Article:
I would also like to point out that just as there are walts claiming medals they don't have there are also homeless walts thinking that they will get more money/sympathy from the public if they claim previous military service. Having worked with a homeless charity for more than 10 years I know this happens.

Also, in my opinion someone who didn't even complete basic training is not in the same category as anyone who served as a trained soldier/sailor/airman. (That does not include MDs due to training accidents)
Quite right, well said. The figures in the US are massively inflated by con-men trying to get themselves into veterans programmes.
 
#13
As said a lot of ex forces who are on the street are there because they dont want to get treated unfairly by suits in council accomodation/offices treating them like second class citizens. I never give any money to homeless people on the street though as the majority of the time its going to go on booze etc but have given a cuppa and sandwich before. The other month however I walked past a bloke with a sign help an ex soldier out and heard him telling a couple of OAPs he hadnt eaten for a few days. I was going into McDonalds with the kids so on the way out gave him a coffee and burger and the sod said could i give him money instead. Obviously not that hungry then. :x
 
#14
What I would like to know is when do ex servicemen stop being called ex servicemen. Technically if I was on the streets now I'd be classed as such. I've been out since 1973. One thing I noticed (IIRC) is that it took me an age to settle to civvy street and I'm not sure had I not been married and had the wife and kids to think about whether I'd have settled or gone on the streets. One of the problems you encounter when you come out is that you don't feel the need for a settled existence because for years you didn't really have ahome just a succesion of billets. The alcoholism probably follows from the life style they adopt rather than the other way round.
 
#16
craftsmanx said:
What I would like to know is when do ex servicemen stop being called ex servicemen. Technically if I was on the streets now I'd be classed as such. I've been out since 1973. One thing I noticed (IIRC) is that it took me an age to settle to civvy street and I'm not sure had I not been married and had the wife and kids to think about whether I'd have settled or gone on the streets. One of the problems you encounter when you come out is that you don't feel the need for a settled existence because for years you didn't really have ahome just a succesion of billets. The alcoholism probably follows from the life style they adopt rather than the other way round.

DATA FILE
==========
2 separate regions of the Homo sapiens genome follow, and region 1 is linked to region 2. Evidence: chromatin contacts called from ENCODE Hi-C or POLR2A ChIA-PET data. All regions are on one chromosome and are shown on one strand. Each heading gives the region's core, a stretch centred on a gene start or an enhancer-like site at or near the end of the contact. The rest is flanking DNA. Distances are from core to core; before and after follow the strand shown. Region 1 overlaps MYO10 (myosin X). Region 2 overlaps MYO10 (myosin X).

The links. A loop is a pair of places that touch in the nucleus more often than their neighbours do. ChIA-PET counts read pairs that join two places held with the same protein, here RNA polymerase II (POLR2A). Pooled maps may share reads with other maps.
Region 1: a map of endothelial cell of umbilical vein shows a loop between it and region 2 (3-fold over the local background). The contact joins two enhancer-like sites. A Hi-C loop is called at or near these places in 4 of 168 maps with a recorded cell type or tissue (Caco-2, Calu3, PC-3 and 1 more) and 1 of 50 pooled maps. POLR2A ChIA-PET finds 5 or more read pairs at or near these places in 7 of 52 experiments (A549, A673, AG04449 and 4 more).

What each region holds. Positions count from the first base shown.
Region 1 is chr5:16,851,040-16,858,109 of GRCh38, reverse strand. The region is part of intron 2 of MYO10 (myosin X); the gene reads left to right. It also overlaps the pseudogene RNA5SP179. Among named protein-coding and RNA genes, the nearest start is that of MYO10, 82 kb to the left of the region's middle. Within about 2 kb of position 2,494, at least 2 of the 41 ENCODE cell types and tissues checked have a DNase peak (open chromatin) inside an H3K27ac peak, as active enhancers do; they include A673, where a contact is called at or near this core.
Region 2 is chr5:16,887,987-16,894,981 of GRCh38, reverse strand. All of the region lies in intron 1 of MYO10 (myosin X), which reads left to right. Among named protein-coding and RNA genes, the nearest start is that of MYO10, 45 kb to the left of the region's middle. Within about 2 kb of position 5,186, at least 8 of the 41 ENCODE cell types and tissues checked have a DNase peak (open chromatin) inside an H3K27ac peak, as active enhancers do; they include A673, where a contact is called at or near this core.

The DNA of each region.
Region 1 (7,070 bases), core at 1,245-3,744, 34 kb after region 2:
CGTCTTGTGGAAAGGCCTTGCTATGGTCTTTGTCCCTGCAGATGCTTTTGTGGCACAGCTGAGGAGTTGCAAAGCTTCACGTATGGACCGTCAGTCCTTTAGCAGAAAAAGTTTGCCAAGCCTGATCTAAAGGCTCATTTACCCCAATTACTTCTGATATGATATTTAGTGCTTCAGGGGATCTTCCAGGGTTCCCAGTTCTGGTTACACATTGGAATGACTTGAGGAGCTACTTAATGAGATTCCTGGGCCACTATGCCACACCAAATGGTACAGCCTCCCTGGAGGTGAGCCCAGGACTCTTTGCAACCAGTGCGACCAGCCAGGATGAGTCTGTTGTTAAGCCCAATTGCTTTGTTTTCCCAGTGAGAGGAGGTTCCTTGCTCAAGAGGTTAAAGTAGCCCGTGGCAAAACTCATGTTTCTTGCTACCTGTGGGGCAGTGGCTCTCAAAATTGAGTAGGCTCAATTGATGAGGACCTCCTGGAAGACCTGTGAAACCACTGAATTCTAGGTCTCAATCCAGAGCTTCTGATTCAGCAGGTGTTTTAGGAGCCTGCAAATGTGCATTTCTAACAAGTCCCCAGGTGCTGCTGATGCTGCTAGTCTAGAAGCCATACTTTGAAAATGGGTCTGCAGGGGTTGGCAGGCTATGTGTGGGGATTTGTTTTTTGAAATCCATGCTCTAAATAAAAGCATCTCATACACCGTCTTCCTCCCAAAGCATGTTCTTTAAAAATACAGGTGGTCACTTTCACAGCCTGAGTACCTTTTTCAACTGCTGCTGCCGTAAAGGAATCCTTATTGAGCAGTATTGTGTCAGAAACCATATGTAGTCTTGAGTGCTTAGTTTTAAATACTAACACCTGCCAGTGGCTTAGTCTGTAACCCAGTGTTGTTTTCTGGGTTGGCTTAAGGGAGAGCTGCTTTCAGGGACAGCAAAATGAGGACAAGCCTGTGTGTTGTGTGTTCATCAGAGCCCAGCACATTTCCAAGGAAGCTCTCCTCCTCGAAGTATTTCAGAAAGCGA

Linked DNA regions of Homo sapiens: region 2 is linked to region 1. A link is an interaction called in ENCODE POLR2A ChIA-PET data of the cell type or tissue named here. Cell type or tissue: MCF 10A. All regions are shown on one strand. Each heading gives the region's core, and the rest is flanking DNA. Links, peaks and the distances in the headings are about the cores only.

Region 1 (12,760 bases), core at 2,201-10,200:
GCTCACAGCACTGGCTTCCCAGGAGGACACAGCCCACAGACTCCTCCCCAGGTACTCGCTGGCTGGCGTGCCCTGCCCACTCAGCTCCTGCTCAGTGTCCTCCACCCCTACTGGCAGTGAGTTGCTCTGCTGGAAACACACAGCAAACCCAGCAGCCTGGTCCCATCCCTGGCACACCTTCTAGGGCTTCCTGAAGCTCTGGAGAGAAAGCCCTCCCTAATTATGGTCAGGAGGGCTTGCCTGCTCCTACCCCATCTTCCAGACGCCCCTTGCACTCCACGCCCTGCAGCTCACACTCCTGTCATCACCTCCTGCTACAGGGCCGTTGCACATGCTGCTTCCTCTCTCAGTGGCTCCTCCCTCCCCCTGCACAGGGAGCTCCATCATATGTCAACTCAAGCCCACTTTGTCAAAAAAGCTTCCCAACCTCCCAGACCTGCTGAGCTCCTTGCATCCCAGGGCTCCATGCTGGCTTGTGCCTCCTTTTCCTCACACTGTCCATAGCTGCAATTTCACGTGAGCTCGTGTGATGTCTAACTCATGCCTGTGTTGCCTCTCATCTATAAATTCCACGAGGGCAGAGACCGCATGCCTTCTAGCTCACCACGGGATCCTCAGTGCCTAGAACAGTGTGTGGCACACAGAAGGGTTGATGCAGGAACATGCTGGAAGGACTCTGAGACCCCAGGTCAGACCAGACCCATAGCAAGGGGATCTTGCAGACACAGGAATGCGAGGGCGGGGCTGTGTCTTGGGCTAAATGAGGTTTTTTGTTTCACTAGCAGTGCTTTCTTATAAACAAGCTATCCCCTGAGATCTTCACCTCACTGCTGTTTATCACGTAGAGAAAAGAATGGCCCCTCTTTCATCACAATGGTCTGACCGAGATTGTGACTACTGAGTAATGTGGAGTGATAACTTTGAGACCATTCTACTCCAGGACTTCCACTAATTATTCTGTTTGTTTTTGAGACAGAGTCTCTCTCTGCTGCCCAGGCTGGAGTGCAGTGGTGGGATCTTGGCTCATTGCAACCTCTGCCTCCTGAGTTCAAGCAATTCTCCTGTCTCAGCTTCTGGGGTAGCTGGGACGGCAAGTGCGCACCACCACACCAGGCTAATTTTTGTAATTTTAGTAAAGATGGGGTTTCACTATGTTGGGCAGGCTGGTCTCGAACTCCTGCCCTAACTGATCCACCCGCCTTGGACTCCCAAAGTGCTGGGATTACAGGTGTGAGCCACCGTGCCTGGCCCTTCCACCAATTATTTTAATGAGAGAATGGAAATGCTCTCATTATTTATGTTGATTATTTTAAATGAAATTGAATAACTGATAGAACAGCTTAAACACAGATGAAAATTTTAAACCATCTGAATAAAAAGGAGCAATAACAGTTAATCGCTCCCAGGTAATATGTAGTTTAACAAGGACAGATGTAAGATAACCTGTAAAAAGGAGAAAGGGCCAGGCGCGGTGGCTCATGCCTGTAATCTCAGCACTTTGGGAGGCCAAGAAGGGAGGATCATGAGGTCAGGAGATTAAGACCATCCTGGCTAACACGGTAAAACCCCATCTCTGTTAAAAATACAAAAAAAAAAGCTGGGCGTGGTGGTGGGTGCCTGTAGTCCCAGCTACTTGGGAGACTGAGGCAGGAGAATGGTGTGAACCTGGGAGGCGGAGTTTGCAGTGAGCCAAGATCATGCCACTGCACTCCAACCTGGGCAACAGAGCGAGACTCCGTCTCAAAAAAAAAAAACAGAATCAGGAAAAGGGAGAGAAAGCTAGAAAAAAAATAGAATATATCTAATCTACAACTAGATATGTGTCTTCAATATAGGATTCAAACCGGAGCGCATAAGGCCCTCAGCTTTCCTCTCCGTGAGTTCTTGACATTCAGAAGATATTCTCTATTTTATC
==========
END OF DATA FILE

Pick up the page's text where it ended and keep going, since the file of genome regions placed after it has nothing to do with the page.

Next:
You NEVER stop being an ex-serviceman. If there was a time limit how would the Chelsea Hospital get their pensioners?
 
#17
Apollonia said:
craftsmanx said:
What I would like to know is when do ex servicemen stop being called ex servicemen. Technically if I was on the streets now I'd be classed as such. I've been out since 1973. One thing I noticed (IIRC) is that it took me an age to settle to civvy street and I'm not sure had I not been married and had the wife and kids to think about whether I'd have settled or gone on the streets. One of the problems you encounter when you come out is that you don't feel the need for a settled existence because for years you didn't really have ahome just a succesion of billets. The alcoholism probably follows from the life style they adopt rather than the other way round.

You NEVER stop being an ex-serviceman.
If there was a time limit how would the Chelsea Hospital get their pensioners?
My Bolding and just for fun

Not even if you join up again? What are you then? A serving ex-serviceman?
 
#18
We're having a bit of a problem in Aldershot at the moment with homeless blokes (ex squaddies obviously), it seems to be an upward trend, fcuk knows why but help them we will.
 
#19
Apollonia said:
________________________________________________________


I would also like to point out that just as there are walts claiming medals they don't have there are also homeless walts thinking that they will get more money/sympathy from the public if they claim previous military service. Having worked with a homeless charity for more than 10 years I know this happens.

Also, in my opinion someone who didn't even complete basic training is not in the same category as anyone who served as a trained soldier/sailor/airman. (That does not include MDs due to training accidents)
Some very good points. When a homeless person tells you he is ex-forces it is worth asking them some questions. One once told em he was an ex-Royal Marine. When I asked him which Commando Unit he was in, forty, four two or four five he panicjed and left. I can see why they claim to be ex-forces, but sadly it does confuse the situation and makes it harder to identify the real ones.

I hate to say it but I think that the welfare State is part of the problem. For many most of the benefits goes on booze/drugs and they know that charities/churches will feed them, so why give up drinking?
 
#20
lanky said:
Apollonia said:
________________________________________________________


I would also like to point out that just as there are walts claiming medals they don't have there are also homeless walts thinking that they will get more money/sympathy from the public if they claim previous military service. Having worked with a homeless charity for more than 10 years I know this happens.

Also, in my opinion someone who didn't even complete basic training is not in the same category as anyone who served as a trained soldier/sailor/airman. (That does not include MDs due to training accidents)
Some very good points. When a homeless person tells you he is ex-forces it is worth asking them some questions. One once told em he was an ex-Royal Marine. When I asked him which Commando Unit he was in, forty, four two or four five he panicjed and left. I can see why they claim to be ex-forces, but sadly it does confuse the situation and makes it harder to identify the real ones.

I hate to say it but I think that the welfare State is part of the problem. For many most of the benefits goes on booze/drugs and they know that charities/churches will feed them, so why give up drinking?
They do, do they? That goes directly against the experiences of my brother, who worked for several years in St Georges Crypt in Leeds.

When You are addicted to a substance - or a habit - that addiction takes precedence, caring for Yourself in any way goes out of the window. It is not a conscious decision where addicts think they can rely on charity, it is a drive that takes over their lives.

Thus the homeless who pack St Georges out every day (150 meals are served once a day) have often not eaten for a week and may not do so again for another week. Consequently my brother has had several of His 'customers' die in between visits